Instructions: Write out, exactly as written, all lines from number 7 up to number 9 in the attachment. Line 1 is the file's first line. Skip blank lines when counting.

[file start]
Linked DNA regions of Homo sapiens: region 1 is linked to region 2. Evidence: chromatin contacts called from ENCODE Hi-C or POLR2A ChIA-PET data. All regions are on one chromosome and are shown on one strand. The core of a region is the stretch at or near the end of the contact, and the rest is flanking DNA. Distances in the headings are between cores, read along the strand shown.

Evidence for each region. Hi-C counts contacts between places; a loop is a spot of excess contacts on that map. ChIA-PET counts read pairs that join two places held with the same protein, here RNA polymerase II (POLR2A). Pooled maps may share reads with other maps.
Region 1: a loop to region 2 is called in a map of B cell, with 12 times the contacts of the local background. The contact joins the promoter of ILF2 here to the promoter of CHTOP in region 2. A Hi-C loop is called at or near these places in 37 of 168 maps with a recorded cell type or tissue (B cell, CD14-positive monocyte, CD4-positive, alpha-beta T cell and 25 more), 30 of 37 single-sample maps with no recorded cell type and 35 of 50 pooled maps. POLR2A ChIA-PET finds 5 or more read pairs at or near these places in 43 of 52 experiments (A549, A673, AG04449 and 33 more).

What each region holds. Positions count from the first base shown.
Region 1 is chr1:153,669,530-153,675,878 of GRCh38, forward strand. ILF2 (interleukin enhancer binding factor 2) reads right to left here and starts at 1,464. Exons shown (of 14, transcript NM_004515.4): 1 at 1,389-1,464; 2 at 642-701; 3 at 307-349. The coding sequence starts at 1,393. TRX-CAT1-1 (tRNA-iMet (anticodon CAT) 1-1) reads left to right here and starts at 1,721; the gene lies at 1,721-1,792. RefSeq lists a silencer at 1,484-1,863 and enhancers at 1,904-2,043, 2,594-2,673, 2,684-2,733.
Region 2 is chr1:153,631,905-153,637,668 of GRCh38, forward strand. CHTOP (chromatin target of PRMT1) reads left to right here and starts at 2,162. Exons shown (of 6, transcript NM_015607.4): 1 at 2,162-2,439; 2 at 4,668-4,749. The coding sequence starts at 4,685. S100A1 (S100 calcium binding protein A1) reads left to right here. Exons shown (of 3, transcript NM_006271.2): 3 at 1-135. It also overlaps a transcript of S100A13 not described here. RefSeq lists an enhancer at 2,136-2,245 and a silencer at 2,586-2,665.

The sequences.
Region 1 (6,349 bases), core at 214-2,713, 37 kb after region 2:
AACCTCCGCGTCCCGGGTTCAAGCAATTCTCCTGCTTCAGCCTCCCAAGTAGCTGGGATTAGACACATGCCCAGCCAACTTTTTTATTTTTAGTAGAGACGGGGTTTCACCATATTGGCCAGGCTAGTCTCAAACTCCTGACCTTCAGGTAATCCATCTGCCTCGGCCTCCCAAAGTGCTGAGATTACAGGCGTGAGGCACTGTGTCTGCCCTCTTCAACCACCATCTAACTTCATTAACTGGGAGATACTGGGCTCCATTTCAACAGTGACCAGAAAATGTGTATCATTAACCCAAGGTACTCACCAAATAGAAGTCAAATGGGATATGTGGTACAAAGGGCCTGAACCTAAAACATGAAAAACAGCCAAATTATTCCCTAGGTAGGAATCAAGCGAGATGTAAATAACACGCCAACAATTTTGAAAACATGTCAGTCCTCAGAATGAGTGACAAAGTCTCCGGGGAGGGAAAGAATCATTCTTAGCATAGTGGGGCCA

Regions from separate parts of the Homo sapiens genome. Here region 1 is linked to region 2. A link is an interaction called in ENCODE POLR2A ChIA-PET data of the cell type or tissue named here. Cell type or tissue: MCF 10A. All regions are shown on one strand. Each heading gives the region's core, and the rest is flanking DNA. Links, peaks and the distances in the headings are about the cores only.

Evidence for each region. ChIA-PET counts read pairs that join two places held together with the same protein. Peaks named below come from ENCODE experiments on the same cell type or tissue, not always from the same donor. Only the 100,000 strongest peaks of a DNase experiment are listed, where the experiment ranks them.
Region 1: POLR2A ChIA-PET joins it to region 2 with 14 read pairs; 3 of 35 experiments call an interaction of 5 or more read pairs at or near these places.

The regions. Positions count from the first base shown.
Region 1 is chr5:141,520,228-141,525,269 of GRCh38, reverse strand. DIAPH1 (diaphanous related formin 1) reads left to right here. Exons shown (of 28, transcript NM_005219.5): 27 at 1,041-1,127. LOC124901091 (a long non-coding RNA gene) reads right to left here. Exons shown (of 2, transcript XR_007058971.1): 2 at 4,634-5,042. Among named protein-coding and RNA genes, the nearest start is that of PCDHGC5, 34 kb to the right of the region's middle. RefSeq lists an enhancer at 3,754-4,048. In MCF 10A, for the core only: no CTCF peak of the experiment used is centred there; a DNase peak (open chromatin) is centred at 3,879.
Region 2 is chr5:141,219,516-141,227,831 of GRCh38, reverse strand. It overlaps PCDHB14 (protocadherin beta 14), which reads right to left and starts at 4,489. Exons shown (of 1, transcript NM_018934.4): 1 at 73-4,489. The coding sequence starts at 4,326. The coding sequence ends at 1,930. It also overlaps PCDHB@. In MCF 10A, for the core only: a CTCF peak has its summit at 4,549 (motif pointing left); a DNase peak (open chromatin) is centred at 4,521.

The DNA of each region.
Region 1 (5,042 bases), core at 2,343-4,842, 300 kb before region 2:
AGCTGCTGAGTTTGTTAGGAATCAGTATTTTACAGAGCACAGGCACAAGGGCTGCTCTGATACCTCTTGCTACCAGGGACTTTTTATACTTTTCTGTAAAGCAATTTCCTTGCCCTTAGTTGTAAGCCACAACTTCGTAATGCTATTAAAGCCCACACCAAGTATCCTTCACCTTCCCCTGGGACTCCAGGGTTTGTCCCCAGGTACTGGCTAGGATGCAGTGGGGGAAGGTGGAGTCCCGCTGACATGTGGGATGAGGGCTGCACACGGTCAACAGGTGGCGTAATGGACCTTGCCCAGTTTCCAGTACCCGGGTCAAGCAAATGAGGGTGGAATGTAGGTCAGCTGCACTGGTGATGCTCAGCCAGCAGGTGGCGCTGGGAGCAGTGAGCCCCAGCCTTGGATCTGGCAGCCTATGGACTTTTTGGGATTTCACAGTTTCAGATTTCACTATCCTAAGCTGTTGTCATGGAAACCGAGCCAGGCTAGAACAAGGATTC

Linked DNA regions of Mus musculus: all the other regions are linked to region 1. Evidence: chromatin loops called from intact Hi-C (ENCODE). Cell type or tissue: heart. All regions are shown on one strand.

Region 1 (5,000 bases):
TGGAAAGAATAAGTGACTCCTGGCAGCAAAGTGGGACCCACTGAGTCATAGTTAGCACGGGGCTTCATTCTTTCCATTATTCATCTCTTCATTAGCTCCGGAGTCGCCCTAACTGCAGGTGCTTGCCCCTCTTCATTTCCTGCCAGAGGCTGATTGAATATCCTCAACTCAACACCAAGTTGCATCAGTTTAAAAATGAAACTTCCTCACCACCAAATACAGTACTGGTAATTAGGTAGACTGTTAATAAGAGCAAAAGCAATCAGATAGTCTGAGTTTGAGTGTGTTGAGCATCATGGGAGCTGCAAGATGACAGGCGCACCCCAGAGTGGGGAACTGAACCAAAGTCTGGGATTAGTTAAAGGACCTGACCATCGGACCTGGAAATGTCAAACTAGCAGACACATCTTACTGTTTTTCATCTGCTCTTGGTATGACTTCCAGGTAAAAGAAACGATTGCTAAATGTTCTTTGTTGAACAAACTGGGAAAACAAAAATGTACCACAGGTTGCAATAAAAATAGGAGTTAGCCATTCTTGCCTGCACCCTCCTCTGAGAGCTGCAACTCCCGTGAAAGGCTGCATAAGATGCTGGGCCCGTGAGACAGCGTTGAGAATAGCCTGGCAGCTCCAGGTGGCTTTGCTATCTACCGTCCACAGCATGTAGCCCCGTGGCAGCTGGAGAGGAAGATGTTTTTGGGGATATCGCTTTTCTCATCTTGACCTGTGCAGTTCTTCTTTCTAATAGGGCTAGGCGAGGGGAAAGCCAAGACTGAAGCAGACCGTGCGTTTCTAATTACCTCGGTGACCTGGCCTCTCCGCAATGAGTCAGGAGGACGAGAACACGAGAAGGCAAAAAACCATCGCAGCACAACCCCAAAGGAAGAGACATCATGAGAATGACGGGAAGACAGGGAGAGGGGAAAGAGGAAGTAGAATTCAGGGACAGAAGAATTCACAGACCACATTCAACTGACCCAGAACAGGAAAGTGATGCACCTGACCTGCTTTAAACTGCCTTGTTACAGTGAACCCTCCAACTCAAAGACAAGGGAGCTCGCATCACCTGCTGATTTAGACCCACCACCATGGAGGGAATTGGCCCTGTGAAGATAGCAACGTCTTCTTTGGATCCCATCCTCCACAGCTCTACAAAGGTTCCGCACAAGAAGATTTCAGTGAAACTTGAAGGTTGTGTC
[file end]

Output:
The sequences.
Region 1 (6,349 bases), core at 214-2,713, 37 kb after region 2:
AACCTCCGCGTCCCGGGTTCAAGCAATTCTCCTGCTTCAGCCTCCCAAGTAGCTGGGATTAGACACATGCCCAGCCAACTTTTTTATTTTTAGTAGAGACGGGGTTTCACCATATTGGCCAGGCTAGTCTCAAACTCCTGACCTTCAGGTAATCCATCTGCCTCGGCCTCCCAAAGTGCTGAGATTACAGGCGTGAGGCACTGTGTCTGCCCTCTTCAACCACCATCTAACTTCATTAACTGGGAGATACTGGGCTCCATTTCAACAGTGACCAGAAAATGTGTATCATTAACCCAAGGTACTCACCAAATAGAAGTCAAATGGGATATGTGGTACAAAGGGCCTGAACCTAAAACATGAAAAACAGCCAAATTATTCCCTAGGTAGGAATCAAGCGAGATGTAAATAACACGCCAACAATTTTGAAAACATGTCAGTCCTCAGAATGAGTGACAAAGTCTCCGGGGAGGGAAAGAATCATTCTTAGCATAGTGGGGCCA